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Bad news from Paschal: No full jobs recovery until….. 2023

The good news here, you might say, is that at least Paschal Donohoe seems to envisage Ireland being fully out of lockdown by 2023. He’s going to get into hot water with the Zero Covid people, who markedly do not share that assumption. But that’s sort of where the good news ends:

Paschal Donohoe said that getting people back into jobs will be a “huge driver” of tax revenue increases.

More than 400,000 people are currently claiming the Pandemic Unemployment Payment (Pup).

Donohoe said economic forecasts show that around 220,000 people could be back working next year, meaning it could be 2023 before Ireland returns to pre-pandemic employment levels.

The issue here, of course, isn’t just how many jobs come back, but what kind of jobs they are, and in which sectors. It’s relatively easy to say that once lockdown ends, pubs and hotels will start hiring people back in their tens of thousands. But isn’t that predicated on those hotels and pubs being in a position to make money?

The simple fact of the matter is that tourism, for example, could take much longer to recover. Especially if, as seems to be the case, the people in charge envisage mandatory hotel quarantine as a semi-permanent facet of life in Ireland. Who is going to want to come here in ’22 and 23 if they have to hole up in a Dublin hotel for a fortnight?

And there’s another factor, too: The programme for Government, remember, commits itself to no deficit reduction measures until the second half of the Government’s term, which is slated to begin…. Some time in late 2022. The state is running some of the largest deficits in its history at the moment, as it pays for the costs of lockdown. All of that will have to be paid back at some stage, and a good portion of it will begin to have to be paid as early as the 22’ budget. That means tax increases, spending cuts, reduced investment in infrastructure, and all the rest of it. That, too, will have an impact on employment.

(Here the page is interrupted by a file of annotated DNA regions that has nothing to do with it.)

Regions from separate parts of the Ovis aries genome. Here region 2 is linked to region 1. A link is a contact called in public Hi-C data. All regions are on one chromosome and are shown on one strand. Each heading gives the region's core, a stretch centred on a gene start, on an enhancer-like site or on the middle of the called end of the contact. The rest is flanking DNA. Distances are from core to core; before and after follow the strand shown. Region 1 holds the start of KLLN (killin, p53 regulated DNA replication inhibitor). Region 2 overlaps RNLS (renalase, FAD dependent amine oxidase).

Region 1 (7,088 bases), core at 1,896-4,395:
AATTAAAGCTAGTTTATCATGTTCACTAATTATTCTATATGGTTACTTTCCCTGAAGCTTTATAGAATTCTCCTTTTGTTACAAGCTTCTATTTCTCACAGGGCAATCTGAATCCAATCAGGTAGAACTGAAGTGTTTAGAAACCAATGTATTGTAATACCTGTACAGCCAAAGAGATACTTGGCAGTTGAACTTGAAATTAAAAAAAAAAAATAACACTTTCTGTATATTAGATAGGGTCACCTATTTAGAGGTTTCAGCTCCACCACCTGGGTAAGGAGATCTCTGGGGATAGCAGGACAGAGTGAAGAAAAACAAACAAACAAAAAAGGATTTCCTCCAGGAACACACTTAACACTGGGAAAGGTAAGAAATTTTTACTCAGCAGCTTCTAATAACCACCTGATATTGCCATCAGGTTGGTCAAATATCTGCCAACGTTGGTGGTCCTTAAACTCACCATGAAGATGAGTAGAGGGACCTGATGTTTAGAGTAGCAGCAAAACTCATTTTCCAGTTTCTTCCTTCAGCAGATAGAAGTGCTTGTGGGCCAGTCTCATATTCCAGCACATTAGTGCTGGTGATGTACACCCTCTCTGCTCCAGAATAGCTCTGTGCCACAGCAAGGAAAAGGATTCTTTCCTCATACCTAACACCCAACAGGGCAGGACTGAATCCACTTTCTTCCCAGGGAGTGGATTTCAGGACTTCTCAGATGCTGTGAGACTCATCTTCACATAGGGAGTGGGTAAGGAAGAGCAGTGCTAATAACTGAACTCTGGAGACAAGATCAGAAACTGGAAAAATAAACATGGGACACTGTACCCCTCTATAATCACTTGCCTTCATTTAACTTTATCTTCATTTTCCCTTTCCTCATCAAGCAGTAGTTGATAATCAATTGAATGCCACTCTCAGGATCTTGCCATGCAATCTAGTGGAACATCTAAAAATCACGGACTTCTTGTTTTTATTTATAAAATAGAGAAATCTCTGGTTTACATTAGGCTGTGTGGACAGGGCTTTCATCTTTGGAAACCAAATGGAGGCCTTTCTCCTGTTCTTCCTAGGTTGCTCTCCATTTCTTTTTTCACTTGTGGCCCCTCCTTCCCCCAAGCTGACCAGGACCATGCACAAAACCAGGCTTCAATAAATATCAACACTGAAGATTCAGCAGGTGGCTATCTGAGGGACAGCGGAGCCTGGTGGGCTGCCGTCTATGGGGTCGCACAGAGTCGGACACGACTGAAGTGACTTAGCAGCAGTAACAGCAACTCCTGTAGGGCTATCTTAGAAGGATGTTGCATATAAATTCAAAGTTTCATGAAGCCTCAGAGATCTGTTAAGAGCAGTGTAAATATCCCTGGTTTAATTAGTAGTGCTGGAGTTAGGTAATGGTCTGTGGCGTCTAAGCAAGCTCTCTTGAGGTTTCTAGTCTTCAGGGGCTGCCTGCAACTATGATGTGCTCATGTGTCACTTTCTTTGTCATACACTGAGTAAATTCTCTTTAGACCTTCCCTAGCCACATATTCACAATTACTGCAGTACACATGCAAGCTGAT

How much is this all costing, by the way? Well, remember back in October, the Irish Times published this analysis:

Six weeks on Level 4 would cost an estimated €1 billion in support costs (on top of the €21.5 billion deficit already left by the pandemic). This amounts to €414 million more than under the current restrictions. Four weeks would cost about €800 million, or €276 million more.

The additional cost of pandemic unemployment payment from putting an estimated 115,000 more people out of work under Level 4 closures amounts to about €39 million per week, based on analysis for the Department of Public Expenditure and Reform for last week’s budget.

This is on top of €61 million currently being paid out in such payments to almost 229,000 people.

Then there is the new Covid Restrictions Support Scheme, which provides businesses that are forced to close with weekly grants of up to €5,000 each. This currently costs the State €40 million per week under Level 3, which would rise to €70 million under Level 4 restrictions.

That was an analysis of the extra cost of six weeks at level four lockdown. What we’ve actually had has been fourteen weeks or more of level five lockdown. Add that to the 21.5 billion cost of the pandemic up until October, which was six months into the pandemic, add another six months at that rate, plus the additional costs of level five, and you might reasonably assume that this whole thing is going to end up costing Ireland somewhere in the region of fifty or more billion euros. The bank bailouts, for reference, cost the country forty one point seven billion euros.

That is to say, in my adult lifetime, the Irish state will have incurred over ninety billion euros in debt to pay for crises. If you’re my age, take my advice and get yourself a private pension.

In the light of all this, then, it’s even more astonishing that there isn’t more urgency to open the country. And it’s worth wondering whether facing the costs of the lockdown is one of the reasons we’re reluctant to leave the lockdown: While all this proceeds, nobody is thinking about the costs. When we do start thinking about the costs, there will be hell to pay. Politicians, its fair to say, may not want to think about that, just yet.

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